directive, then the RTEMS interrupt handler will begin execution. The RTEMS
interrupt handler saves all registers which are not preserved according to
the calling conventions and invokes the application's ISR.
A nested interrupt is processed similarly by these CPU models with the
exception that only a single ISF is placed on the interrupt stack and the
current stack need not be switched.
The FVO word in the Interrupt Stack Frame is examined by RTEMS to determine
when an outer most interrupt is being exited. Since the FVO is used by RTEMS
for this purpose, the user application code MUST NOT modify this field.
The following shows the Interrupt Stack Frame for MC68xxx CPU models with
separate interrupt stacks:
| Status Register | 0x0 |
| Program Counter High | 0x2 |
| Program Counter Low | 0x4 |
| Format/Vector Offset | 0x6 |
CPU Models Without VBR and RAM at 0
This is from a post by Zoltan Kocsi <email@example.com> and is a nice trick
in certain situations. In his words:
I think somebody on this list asked about the interupt vector handling w/o VBR
and RAM at 0. The usual trick is to initialise the vector table (except the
first 2 two entries, of course) to point to the same location BUT you also add
the vector number times 0x1000000 to them. That is, bits 31-24 contain the
vector number and 23-0 the address of the common handler. Since the PC is 32
bit wide but the actual address bus is only 24, the top byte will be in the PC
but will be ignored when jumping onto your routine.
Then your common interrupt routine gets this info by loading the PC into some
register and based on that info, you can jump to a vector in a vector table
pointed by a virtual VBR:
.. code-block:: c
// Real vector table at 0
// This handler will jump to the interrupt routine of which
// the address is stored at VBR[ vector_no ]
// The registers and stackframe will be intact, the interrupt
// routine will see exactly what it would see if it was called
// directly from the HW vector table at 0.
.comm VBR,4,2 // This defines the 'virtual' VBR
// From C: extern void *VBR;
myhandler: // At entry, PC contains the full vector
move.l %d0,-(%sp) // Save d0
move.l %a0,-(%sp) // Save a0
lea 0(%pc),%a0 // Get the value of the PC
move.l %a0,%d0 // Copy it to a data reg, d0 is VV??????
swap %d0 // Now d0 is ????VV??
and.w #0xff00,%d0 // Now d0 is ????VV00 (1)
lsr.w #6,%d0 // Now d0.w contains the VBR table offset
move.l VBR,%a0 // Get the address from VBR to a0
move.l (%a0,%d0.w),%a0 // Fetch the vector
move.l 4(%sp),%d0 // Restore d0
move.l %a0,4(%sp) // Place target address to the stack
move.l (%sp)+,%a0 // Restore a0, target address is on TOS
ret // This will jump to the handler and
// restore the stack
(1) If 'myhandler' is guaranteed to be in the first 64K, e.g. just
after the vector table then that insn is not needed.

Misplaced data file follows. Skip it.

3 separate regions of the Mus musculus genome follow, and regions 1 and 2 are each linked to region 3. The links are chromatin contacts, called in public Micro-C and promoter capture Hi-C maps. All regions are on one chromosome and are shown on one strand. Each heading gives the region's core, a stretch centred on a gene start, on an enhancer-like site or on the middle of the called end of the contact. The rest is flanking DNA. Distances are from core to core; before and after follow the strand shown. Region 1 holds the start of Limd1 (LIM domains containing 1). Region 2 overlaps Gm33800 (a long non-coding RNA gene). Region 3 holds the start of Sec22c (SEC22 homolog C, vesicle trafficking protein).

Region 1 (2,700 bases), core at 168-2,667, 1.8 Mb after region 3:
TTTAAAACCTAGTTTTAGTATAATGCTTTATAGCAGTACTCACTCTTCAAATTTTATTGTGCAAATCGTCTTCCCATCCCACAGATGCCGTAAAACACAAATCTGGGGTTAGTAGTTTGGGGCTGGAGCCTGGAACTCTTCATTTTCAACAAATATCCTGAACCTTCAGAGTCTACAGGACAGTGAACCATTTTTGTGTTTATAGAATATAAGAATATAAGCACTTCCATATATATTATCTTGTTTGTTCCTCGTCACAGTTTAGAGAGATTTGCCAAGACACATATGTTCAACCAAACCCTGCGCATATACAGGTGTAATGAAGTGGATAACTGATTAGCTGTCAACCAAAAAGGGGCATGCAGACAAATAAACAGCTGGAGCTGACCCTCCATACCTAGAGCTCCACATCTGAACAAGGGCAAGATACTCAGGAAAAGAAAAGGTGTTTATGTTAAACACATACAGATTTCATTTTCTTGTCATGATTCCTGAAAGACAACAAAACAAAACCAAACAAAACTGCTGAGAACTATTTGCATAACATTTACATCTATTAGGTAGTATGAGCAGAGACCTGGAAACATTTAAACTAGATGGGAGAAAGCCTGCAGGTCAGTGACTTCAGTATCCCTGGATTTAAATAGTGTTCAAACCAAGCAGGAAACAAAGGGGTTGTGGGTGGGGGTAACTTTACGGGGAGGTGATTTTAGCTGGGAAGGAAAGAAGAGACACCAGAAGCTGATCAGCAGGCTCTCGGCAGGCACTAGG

There are probably shorter ways to do this, but it I believe is enough to
illustrate the trick. Optimisation is left as an exercise to the reader :-)
Eight levels (0-7) of interrupt priorities are supported by MC68xxx family
members with level seven (7) being the highest priority. Level zero (0)
indicates that interrupts are fully enabled. Interrupt requests for interrupts
with priorities less than or equal to the current interrupt mask level are
Although RTEMS supports 256 interrupt levels, the MC68xxx family only supports
eight. RTEMS interrupt levels 0 through 7 directly correspond to MC68xxx
interrupt levels. All other RTEMS interrupt levels are undefined and their
behavior is unpredictable.
Default Fatal Error Processing
The default fatal error handler for this architecture disables processor
interrupts to level 7, places the error code in D0, and executes a ``stop``
instruction to simulate a halt processor instruction.
SMP is not supported.
Thread-local storage is supported.
Board Support Packages
An RTEMS based application is initiated or re-initiated when the MC68020
processor is reset. When the MC68020 is reset, the processor performs the
- The tracing bits of the status register are cleared to disable tracing.
- The supervisor interrupt state is entered by setting the supervisor (S) bit
and clearing the master/interrupt (M) bit of the status register.
- The interrupt mask of the status register is set to level 7 to effectively
disable all maskable interrupts.
- The vector base register (VBR) is set to zero.
- The cache control register (CACR) is set to zero to disable and freeze the
- The interrupt stack pointer (ISP) is set to the value stored at vector 0
(bytes 0-3) of the exception vector table (EVT).
- The program counter (PC) is set to the value stored at vector 1 (bytes 4-7)
of the EVT.
- The processor begins execution at the address stored in the PC.
The address of the application's initialization code should be stored in the
first vector of the EVT which will allow the immediate vectoring to the
application code. If the application requires that the VBR be some value
besides zero, then it should be set to the required value at this point. All
tasks share the same MC68020's VBR value. Because interrupts are enabled
automatically by RTEMS as part of the context switch to the first task, the VBR
MUST be set by either RTEMS of the BSP before this occurs ensure correct
interrupt vectoring. If processor caching is to be utilized, then it should be
enabled during the reset application initialization code.
In addition to the requirements described in the Board Support Packages chapter
of the Applications User's Manual for the reset code which is executed before
the call to initialize executive, the MC68020 version has the following
- Must leave the S bit of the status register set so that the MC68020 remains
in the supervisor state.
- Must set the M bit of the status register to remove the MC68020 from the
- Must set the master stack pointer (MSP) such that a minimum stack size of
MINIMUM_STACK_SIZE bytes is provided for the initialize executive directive.
- Must initialize the MC68020's vector table.